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Does metallic ammonium exist?

Abstract

THE ammonium ion NH4+ behaves in many ways like an alkali metal ion. This led Ramsey1 to propose that monovalent ammonium metal (NH4+ ions immersed in an almost uniform, degenerate sea of electrons) is stable at pressures much lower than typical insulator–metal transition pressures2 of megabars 1011 Pa (105 Pa = 1 bar). Subsequently, it was estimated3 that the transition from a mixture of NH3 and H2 molecules to metallic ammonium, occurs at a pressure of less than 2.5×1010 Pa. If this estimate were correct, metallic ammonium would be of great interest to experimental high pressure physicists, and to planetary physicists. Indeed, metallic ammonium has been invoked in some4,5 but not all models for the interiors of Uranus and Neptune; and its existence could be of importance6 for calculations of the interior magnetic fields of these planets.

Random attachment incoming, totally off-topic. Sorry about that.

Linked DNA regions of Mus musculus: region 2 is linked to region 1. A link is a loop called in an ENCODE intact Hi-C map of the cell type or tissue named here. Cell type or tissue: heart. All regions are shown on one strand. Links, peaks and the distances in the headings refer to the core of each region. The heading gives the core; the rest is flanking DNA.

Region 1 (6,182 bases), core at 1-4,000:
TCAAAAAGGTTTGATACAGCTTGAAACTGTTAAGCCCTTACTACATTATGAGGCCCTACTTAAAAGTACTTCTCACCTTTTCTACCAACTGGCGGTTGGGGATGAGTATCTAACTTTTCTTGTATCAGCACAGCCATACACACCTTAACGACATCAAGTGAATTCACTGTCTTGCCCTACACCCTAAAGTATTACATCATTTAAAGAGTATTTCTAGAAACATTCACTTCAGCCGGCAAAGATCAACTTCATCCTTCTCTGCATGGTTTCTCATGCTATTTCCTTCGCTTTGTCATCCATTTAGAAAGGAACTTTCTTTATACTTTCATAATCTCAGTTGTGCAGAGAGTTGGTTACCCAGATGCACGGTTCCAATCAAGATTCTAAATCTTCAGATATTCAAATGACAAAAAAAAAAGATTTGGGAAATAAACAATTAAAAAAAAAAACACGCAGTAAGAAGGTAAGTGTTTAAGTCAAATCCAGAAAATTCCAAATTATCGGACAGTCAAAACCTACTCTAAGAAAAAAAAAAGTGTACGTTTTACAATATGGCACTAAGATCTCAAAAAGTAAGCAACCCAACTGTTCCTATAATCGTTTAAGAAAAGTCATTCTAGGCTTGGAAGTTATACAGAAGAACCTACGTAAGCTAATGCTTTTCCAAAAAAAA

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STEVENSON, D. Does metallic ammonium exist?. Nature 258, 222–223 (1975). https://doi.org/10.1038/258222a0

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  • DOI: https://doi.org/10.1038/258222a0

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